It takes a village to prepare the Chicago Symphony Orchestra when it goes on tour. Transporting more than 150 people and 20 tons of cargo is a time-consuming process that requires intense organization.
Once the itinerary and dates are set, Heidi Lukas, CSO director of operations, and the rest of the operations staff settle the many details — from visas to cargo manifests — that going on tour entails. “My job on tour is to make it possible so the musicians don’t have to worry about anything except playing at the highest level,” she said.
Lukas, who has been on staff for 25 years, has learned to expect the unexpected: “I used to think if I planned everything down to the last detail and was perfect, nothing would go wrong, but something always goes wrong. So I realized that part of my job is to fix problems when they arise.”
One of the biggest logistical hurdles is getting the proper clearance for CSO musicians and accompanying staff members to travel on international tours. The visa process is always complicated; for a recent Asian tour, each participant needed three separate visas.
“We have to get everyone to complete each application; we have to make sure the passport is valid for long enough after the tour, based on the restrictions of different countries. We have to make sure there are enough [passport] pages for all the visas needed,” Lukas said. “The process is quite time-intensive as far as getting everyone’s passport, getting it to three different consulates, working with people’s own travel schedules if they need it in the interim, going through a lot of detail work with our presenters in the countries we’re going to.”
In addition to securing travel documents, air travel, hotel reservations and ground transportation all need to be booked. The CSO works with the travel agency TravTours Inc. to handle many of those details, but often the performing venue will be providing transportation, which adds yet another layer of complexity. “Often our presenters provide a number of things, such as ground transportation and luggage trucks,” Lukas said. “So there’s a lot of coordination between the presenter, TravTours and us.”
Along with squaring away personnel details, there’s the separate process of getting the tons of cargo to the CSO’s destinations. “The cargo is on a whole separate tour,” Lukas said with a laugh. “It shows up when we need it for concerts, but it has completely separate cargo flights and an itinerary.”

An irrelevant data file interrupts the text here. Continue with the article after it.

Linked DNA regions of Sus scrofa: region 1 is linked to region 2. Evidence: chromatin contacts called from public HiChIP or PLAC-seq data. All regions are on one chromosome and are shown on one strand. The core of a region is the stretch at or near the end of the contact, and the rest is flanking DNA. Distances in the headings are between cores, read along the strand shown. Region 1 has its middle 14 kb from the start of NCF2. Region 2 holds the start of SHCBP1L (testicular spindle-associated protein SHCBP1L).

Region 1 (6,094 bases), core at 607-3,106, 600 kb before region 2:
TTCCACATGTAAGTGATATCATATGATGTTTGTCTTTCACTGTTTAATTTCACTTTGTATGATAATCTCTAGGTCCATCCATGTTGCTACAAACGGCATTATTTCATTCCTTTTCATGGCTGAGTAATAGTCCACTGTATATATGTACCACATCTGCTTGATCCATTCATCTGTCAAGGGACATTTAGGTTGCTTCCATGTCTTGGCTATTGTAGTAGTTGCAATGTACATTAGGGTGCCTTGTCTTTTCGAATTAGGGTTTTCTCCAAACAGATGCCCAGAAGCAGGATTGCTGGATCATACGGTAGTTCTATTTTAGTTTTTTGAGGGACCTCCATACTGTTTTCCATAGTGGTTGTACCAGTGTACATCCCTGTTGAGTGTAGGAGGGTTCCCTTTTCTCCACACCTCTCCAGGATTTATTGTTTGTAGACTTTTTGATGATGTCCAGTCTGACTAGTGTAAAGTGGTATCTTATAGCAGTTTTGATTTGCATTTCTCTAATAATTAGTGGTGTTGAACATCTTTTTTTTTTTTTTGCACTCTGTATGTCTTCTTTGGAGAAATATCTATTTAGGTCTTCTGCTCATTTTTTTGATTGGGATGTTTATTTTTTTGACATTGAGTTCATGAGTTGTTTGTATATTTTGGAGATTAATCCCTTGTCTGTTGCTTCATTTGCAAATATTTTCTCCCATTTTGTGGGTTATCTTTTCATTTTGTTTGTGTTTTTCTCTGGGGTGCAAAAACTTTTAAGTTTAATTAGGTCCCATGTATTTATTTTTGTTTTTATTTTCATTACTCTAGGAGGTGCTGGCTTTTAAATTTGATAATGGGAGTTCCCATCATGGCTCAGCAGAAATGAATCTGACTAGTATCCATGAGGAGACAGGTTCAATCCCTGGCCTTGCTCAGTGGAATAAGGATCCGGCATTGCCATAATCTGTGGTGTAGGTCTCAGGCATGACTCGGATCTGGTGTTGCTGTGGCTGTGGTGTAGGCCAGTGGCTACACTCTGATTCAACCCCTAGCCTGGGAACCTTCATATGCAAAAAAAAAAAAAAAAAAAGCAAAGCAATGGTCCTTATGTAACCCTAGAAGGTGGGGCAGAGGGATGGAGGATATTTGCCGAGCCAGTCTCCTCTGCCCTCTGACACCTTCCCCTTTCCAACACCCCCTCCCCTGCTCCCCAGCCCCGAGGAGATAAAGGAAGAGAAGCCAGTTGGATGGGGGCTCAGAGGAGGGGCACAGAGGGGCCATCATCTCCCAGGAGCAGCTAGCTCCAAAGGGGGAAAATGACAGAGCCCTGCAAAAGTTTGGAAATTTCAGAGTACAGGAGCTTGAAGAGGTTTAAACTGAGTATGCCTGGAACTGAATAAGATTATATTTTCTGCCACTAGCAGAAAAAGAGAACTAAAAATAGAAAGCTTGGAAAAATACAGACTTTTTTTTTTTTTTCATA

Getting everyone’s gear to Asia also requires a lot of advance planning and permissions. Jeff Stang, CSO production manager, makes sure the carnet, or customs list, is accurate. “There’s a lot of detail work that goes into that, making sure that we have the appropriate documentation in the carnet, with information about the musicians’ instruments and what they are putting in cargo vs. what they are hand-carrying on the plane,” Lukas said.
When the orchestra returns to the States, members must comply with U.S. Customs restrictions on endangered materials, such as ivory, tortoise-shell or rosewood. Many instruments have parts made from these restricted items, so Stang works closely with the musicians to get detailed documentation of these items and to secure a separate customs permit.
Once everything has been cleared, Lukas works closely with Christopher Lewis, the CSO’s stage manager, to ensure the cargo’s seamless transfer to Asia. “I oversee and work with crew on stage logistics, supervise [with the CSO stagehands] loading and unloading trucks, palletizing at airports and participating in customs clearance,” he said. “We deal with storage of cargo in all venues and all stage set-ups.”
Lukas and the operations team have learned to anticipate needs and do as much as possible in advance. While on tour, the CSO almost always brings its own equipment and doesn’t rely on renting or borrowing instruments on site. “If we need a celeste, for example, for a piece, we take it on tour. The only thing we don’t bring is a piano,” Lukas said. “Other than chairs and stands, we pretty much bring anything else we need.”
Along with the cargo, the orchestra always has a doctor on the tour staff. “I do think it surprises people that we take a doctor with us, that seems unusual maybe, but it’s really important, and I’ve seen the value of having a doctor there time after time,” Lukas said.
For the operations department, touring is an exhausting experience, but when the final product is presented on stage, all the preparations and precautions fade into the background. “I think it’s really amazing to see the audiences and their reaction to the orchestra,” Lukas said. “They are so thrilled to be able to hear them live, and the wonderfully warm welcome and appreciation that the orchestra is given from these audiences is incredible to experience.”
Lukas knows she and her team have succeeded when the only thing the audience notices is the music: “A lot of the time, no one sees what the operations team is up to, so when I hear the concert, it makes me so happy. I feel like a small part of the on-stage product, even though I’m not actually performing.”
A version of this article appeared previously on Sounds and Stories.